The Handknitter's Yarn Guide: A Visual Reference to Yarns and Fibers by Nikki Gabriel:
I've got a new knitting project in mind, but am having trouble deciding on just the right yarn for it. I want something light and lofty, easy to work with & all natural fibers if possible (all while keeping it affordable). So, when I came across this book at a local bookstore, I was thrilled. It provides a wonderful break-down of all the different yarn options out there.
After a brief description of yarn weights (super fine, fine, light, medium, bulky & super bulky), the book examines the properties of animal fibers, vegetable fibers, synthetic fibers and textured & curious/rare fibers. Each chapter is devoted to a specific fiber. So, starting with the ever-popular wool, the author provides a description of the fiber, the specs (like source and relative cost), use and care and general qualities (such as stitch definition, drape, resilience, etc.). Pros and cons on each fiber are also given, as well as other facts and pictures of swatches knit in fine, medium and bulky yarns. Then, all the above information is given again for wool blends. Each fiber has a chapter just like this, and just about every fiber I can imagine is in the book: mohair, camel, angora, rayon, boucle, etc.
There is even a burn test given for each yarn (how it burns, how it smells when it burns) - I thought this was curious information, but considering this book gives you every bit of info you'd ever need, I suppose it's really right at home. I love that the author includes a sustainability factor for each yarn, something I really appreciated & will definitely consider when buying yarn. While she touches on how heavy items are with certain yarns, I do wish that was a consistent category for all yarns - this is one area that I usually am concerned about, so I'd like to know which yarns are loftier than others. There is some information on this, but again, it's not consistent.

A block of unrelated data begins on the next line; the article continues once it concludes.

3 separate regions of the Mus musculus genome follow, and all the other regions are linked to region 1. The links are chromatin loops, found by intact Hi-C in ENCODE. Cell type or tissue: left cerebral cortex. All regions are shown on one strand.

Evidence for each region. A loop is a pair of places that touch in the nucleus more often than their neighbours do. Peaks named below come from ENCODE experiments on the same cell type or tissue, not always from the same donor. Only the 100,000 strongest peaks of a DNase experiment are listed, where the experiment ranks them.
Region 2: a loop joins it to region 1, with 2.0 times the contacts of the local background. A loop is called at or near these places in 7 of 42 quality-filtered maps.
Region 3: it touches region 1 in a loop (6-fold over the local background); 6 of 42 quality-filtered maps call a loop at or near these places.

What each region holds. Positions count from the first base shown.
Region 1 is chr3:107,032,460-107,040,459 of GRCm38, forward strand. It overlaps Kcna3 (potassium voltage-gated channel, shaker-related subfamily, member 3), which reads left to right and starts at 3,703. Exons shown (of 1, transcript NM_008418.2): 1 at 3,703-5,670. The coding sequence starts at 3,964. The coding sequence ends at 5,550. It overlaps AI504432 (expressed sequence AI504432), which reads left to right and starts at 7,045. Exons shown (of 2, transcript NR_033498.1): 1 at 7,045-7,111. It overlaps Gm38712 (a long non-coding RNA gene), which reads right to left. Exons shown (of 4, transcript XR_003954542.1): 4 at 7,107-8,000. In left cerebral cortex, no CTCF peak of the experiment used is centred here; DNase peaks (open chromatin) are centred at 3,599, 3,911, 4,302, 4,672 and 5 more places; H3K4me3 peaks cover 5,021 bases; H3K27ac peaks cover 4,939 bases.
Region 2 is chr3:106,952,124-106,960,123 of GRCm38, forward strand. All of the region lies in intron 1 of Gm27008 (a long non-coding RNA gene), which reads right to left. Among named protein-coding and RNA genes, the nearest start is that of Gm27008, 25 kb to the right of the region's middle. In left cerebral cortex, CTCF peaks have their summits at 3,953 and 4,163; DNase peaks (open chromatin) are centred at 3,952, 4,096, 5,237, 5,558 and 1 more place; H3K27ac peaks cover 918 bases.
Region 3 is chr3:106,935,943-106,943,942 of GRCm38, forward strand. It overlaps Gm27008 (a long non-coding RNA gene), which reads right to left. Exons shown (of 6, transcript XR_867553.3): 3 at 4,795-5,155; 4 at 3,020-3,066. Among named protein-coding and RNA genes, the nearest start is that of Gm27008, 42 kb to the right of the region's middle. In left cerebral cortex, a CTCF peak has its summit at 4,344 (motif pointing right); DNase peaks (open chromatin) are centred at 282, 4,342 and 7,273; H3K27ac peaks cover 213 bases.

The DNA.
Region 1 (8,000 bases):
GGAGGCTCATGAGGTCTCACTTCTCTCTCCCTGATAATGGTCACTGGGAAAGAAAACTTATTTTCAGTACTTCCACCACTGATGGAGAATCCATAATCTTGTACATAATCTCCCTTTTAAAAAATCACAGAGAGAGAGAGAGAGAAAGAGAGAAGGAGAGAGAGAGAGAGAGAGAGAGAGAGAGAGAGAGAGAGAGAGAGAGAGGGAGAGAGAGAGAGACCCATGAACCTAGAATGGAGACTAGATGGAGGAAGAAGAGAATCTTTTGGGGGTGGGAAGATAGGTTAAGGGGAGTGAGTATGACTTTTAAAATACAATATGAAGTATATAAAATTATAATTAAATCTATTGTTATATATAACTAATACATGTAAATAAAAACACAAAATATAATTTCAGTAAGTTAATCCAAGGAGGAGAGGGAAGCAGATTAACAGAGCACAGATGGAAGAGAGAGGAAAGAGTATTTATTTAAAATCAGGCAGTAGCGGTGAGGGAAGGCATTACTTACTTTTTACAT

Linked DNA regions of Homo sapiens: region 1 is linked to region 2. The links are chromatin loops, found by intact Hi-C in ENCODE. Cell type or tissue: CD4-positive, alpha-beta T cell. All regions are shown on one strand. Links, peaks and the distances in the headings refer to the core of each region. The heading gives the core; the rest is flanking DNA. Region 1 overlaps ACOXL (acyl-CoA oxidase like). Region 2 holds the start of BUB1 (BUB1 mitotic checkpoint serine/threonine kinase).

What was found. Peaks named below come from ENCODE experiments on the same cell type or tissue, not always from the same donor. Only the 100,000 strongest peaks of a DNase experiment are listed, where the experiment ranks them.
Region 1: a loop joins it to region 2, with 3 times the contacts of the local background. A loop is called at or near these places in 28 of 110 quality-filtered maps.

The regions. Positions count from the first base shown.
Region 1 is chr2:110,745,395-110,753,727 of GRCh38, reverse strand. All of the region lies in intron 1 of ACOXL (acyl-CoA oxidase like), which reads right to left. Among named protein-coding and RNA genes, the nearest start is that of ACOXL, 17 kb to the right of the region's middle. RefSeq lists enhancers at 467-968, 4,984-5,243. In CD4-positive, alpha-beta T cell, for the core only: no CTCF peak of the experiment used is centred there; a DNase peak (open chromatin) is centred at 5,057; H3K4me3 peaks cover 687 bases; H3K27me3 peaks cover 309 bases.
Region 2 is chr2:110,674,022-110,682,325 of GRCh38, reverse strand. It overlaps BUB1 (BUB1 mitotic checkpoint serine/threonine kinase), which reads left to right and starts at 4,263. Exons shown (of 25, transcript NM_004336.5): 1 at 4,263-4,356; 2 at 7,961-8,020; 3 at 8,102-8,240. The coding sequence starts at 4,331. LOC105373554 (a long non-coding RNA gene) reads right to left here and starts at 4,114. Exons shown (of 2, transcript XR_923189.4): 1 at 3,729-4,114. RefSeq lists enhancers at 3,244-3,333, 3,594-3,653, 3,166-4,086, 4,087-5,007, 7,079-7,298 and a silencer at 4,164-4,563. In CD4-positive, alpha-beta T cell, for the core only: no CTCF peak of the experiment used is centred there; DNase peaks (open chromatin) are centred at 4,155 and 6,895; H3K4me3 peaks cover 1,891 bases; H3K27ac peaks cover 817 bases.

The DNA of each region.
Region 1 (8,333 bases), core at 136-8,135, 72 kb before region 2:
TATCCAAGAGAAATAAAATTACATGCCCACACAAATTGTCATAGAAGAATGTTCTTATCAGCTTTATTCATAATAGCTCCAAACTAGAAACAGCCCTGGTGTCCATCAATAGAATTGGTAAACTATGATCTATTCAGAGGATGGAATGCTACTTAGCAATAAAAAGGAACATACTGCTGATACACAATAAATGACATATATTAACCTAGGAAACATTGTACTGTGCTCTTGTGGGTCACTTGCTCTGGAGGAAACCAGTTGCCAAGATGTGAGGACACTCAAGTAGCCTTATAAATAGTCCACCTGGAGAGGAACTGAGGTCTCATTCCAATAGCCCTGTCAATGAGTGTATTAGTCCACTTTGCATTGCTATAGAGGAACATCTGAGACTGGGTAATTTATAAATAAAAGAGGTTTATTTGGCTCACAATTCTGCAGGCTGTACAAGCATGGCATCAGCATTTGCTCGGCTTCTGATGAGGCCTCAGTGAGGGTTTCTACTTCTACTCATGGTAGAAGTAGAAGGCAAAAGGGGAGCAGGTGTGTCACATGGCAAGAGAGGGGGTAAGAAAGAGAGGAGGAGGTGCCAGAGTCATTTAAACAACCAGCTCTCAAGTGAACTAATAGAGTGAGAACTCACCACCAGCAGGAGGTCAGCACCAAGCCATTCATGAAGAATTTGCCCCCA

If you are using the recommended yarn for a project, you probably won't need this book. But if you are substituting a yarn, or would just like to get a better understanding of the different kinds of yarn, then this book is a great one to have.
November Knits: Inspired Designs for Changing Seasons by Kate Gagnon Osborn and Courtney Kelley:
Maybe it's because I'm particularly fond of November since it's my birthday month, or perhaps because November is all about prime knitting. Whatever the reason, when I saw "November" in the title while perusing knitting books at the library, I grabbed it, and loved it, right away.
These projects are gorgeous. There are several things in here that I would love to knit - such as the chunky Bozeman Jacket, the feminine Burdock Cardigan, and the cozy Cobblestone Trenchcoat. I also love the sweet Savannah Cardigan and the flirty Barton Springs Skirt. Oh goodness, where will I find the time?
The projects are divided into 3 separate looks - farm hands, ivy league and southern comfort. I found something in each look that I would just love. I think the editors and designers did a wonderful job of providing looks that fall into each of these categories, but would please just about any knitter. In addition to all the sweaters I mentioned, there are also patterns for hats, scarves, socks, mittens & such. Many of the designs are classic looks, but personally, I think that when you spend so much time knitting the item, you want to be able to wear if for years and years. This is the first knitting book that I've picked up in a long time in which I found so many queue-worthy projects.
Now, as I mentioned, the challenge is just to find the time to knit them all!